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It's a preference, but I would probably go with full tiles at the base, assuming the countertop is level. The lower area is generally more visible...
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Unread 04-19-2021, 10:20 AM   #9
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And just to add confusion, the split layout does not have to be equal. 3.5 at countertop, 2.5 at cabinet would not be unreasonable. Other things might factor in. Height of receptacles and switches. Intersection of whatever else. I've also added trim to cabinet bottoms to hide a awkward skinny tile situation.

Cutting top and bottom does afford ability to address countertop and cabinets that aren't exactly parallel.
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Last edited by Carbidetooth; 04-19-2021 at 10:53 AM.
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Unread 04-19-2021, 10:43 AM   #10
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Hi Barry, we've merged your two threads since they are for the same project. Having all a project's history in one thread helps all contributors understand the big picture. We can change the name of your thread to anything you like.
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Unread 04-19-2021, 11:23 AM   #11
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Quote:
Originally Posted by Carbidetooth View Post
Hi Barry, I'm gonna give some of your questions a go here. From my vantage point, some of what you're up against is nearing the deep end of the DIY pool.

Concerning the pony wall:
I assume the apparently sloping original wall followed the floor? If so your tile will be level at the top, but not bottom. Read angled cuts or angled baseboard or something like that. It will be more obvious with small tile. If that's not the case, I'm curious just how that wall got to where it is.
I'd probably skin that whole back side with a layer of drywall. Could be 1/4" or 1/2". Just looking to bridge the gaps. Will most likely involve finishing outside corner unless you're wrapping the end of wall.

On the backsplash:
Considering the lack of blocking, I think I'd be cutting a sliver of drywall for the bar and attach with a nail or two and adhesive. Overall, I think an OK (not great) substrate could be achieved with mesh tape, setting compound and some artful floating. I'd be looking to get a mostly flat surface with my drywall knife...sanding in confined spaces not easy nor much fun. Mask where you don't want joint compound or you'll wish you had.

It'd been nice if some of this was addressed at earlier stage, but that ship seems to have sailed. Do tell about that sloping wall...

I am going with pebble tile for the pony wall so I am not too worried about the slope. The floor is not level and I had to level the bar top to the floor before the countertops were installed. I probably could have leveled the floor but the time and cost of that was not worth it. So it is what it is at the moment. It was a 2 inch height different over 8ft! When you say skin you would mean just add drywall over the existing one?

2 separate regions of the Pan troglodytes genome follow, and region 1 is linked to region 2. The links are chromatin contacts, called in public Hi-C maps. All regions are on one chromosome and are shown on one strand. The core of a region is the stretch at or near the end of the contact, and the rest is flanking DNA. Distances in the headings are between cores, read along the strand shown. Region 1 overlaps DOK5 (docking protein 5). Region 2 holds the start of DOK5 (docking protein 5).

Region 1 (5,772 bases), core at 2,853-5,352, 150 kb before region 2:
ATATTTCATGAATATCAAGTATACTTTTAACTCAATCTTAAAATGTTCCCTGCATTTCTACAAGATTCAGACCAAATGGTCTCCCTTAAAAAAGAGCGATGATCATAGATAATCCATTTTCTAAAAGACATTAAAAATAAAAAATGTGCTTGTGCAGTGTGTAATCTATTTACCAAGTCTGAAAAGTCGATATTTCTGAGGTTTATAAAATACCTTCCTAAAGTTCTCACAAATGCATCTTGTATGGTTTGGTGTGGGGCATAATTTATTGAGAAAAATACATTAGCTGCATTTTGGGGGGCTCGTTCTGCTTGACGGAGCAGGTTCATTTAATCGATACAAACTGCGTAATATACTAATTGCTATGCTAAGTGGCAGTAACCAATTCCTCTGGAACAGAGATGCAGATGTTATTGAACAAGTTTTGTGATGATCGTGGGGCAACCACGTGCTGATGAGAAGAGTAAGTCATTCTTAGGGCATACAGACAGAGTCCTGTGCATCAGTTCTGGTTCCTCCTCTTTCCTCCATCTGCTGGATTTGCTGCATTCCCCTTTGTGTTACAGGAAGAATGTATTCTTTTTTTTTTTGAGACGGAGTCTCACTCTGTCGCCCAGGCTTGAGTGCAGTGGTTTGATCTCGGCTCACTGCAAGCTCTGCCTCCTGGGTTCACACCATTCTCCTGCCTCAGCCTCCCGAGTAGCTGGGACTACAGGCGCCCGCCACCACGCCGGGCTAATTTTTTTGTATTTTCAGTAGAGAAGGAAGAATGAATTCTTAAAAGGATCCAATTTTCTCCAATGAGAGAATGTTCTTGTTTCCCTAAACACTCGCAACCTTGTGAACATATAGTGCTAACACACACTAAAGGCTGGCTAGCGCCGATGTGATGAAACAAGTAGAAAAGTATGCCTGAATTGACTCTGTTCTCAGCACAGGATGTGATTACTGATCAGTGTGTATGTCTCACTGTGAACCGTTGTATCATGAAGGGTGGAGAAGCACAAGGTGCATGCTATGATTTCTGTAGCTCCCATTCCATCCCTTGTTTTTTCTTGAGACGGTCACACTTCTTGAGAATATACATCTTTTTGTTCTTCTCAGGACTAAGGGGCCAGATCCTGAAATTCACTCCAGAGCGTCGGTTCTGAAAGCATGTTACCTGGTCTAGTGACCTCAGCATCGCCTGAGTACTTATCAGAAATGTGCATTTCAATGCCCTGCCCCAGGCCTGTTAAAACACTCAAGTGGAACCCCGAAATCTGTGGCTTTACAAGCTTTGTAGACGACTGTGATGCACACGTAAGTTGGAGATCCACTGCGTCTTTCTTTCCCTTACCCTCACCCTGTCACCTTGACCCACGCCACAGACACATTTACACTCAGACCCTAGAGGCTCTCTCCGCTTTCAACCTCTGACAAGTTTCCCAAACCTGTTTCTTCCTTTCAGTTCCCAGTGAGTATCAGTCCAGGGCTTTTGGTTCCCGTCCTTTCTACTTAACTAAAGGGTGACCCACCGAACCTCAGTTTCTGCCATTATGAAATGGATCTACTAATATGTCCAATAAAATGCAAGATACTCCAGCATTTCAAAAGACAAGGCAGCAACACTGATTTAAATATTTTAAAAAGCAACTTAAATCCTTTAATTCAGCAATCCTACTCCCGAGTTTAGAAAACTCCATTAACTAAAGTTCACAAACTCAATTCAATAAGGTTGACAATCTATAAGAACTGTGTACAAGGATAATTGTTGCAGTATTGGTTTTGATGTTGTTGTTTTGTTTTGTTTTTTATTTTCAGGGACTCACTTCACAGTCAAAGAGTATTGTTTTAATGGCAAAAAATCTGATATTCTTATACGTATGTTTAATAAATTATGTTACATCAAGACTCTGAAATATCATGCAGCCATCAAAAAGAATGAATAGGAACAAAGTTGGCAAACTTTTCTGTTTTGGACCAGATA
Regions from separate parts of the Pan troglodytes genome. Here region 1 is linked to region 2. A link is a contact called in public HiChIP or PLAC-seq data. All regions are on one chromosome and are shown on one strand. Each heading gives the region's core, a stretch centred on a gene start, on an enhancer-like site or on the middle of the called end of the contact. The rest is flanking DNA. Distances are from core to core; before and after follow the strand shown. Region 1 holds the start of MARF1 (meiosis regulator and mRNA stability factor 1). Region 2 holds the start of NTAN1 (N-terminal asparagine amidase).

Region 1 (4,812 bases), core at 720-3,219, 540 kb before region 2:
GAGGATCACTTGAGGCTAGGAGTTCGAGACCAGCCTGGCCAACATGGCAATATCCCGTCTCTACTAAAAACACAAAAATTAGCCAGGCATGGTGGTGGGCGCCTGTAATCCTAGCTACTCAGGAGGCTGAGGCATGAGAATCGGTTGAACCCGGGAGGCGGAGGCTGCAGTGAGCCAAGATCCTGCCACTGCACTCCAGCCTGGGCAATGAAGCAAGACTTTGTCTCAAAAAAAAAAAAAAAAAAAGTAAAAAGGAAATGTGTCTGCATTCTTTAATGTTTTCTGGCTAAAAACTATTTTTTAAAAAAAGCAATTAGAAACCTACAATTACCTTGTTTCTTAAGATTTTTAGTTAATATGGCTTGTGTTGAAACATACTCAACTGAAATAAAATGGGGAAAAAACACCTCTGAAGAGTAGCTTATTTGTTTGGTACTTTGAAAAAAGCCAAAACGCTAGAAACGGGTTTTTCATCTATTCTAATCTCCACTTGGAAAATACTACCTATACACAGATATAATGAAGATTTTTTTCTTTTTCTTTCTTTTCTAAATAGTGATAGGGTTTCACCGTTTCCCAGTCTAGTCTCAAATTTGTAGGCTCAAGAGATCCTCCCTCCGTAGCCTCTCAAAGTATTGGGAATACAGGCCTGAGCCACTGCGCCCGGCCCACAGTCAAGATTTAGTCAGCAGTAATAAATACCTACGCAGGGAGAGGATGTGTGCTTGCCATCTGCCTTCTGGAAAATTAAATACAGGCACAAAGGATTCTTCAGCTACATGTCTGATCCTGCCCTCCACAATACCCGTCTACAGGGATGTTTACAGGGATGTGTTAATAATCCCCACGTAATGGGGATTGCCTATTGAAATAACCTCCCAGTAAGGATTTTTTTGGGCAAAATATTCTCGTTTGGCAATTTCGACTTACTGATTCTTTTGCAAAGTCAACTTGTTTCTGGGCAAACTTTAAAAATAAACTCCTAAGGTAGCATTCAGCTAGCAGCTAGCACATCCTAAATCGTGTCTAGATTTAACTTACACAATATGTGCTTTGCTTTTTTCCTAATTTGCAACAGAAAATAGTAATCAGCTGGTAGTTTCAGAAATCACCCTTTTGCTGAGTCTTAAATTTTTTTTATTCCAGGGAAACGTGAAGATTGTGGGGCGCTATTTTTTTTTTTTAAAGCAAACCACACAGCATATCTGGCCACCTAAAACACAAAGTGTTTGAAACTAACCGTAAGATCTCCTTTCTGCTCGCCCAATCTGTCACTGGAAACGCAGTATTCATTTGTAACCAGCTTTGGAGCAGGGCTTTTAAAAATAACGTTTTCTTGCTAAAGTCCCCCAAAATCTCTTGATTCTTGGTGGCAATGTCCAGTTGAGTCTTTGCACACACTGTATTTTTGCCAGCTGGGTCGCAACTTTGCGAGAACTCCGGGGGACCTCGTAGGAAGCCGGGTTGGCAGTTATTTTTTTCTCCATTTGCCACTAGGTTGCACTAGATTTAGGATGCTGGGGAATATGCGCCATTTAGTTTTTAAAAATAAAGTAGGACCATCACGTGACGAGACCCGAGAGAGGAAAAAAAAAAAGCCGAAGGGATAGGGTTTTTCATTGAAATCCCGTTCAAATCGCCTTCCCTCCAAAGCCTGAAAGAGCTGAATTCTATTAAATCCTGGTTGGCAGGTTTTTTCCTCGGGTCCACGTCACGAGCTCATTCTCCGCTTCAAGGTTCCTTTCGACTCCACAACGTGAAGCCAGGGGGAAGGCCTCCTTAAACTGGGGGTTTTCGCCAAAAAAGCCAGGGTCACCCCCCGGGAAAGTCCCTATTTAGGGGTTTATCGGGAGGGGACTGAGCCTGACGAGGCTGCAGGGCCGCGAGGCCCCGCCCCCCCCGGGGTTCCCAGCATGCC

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Unread 04-19-2021, 01:45 PM   #12
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Quote:
Originally Posted by Barry
When you say skin you would mean just add drywall over the existing one?
Uh huh. If the face of those brackets are flush with the front of the existing drywall the easiest remedy will be to simply add a second layer of DW on toppa the first; skin it. You'll of course need to rework the baseboard trim, and install a box extender for that receptacle.
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Unread 04-19-2021, 02:51 PM   #13
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Uh huh. If the face of those brackets are flush with the front of the existing drywall the easiest remedy will be to simply add a second layer of DW on toppa the first; skin it. You'll of course need to rework the baseboard trim, and install a box extender for that receptacle.

This was what I originally wanted to do. But I got some advice to rip the wall off and throw up another one


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Unread 04-19-2021, 03:43 PM   #14
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It's not ideal, but that could be said of other parts of project as well. I might scab in some bits at the top, mesh tape and setting compound. Some strategic dollops of PL Premium will lend a little strength as well as glue two layers together with drywall adhesive.
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Unread 04-19-2021, 04:20 PM   #15
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Well, to be fair, you do have some craziness going on with that wall, Barry, and there are many times when it will actually take less time to remove and rebuild than it will to try to patch something together. Not sure that's the case this time, unless the remove/replace advice is due to some other complication that we can't see from here.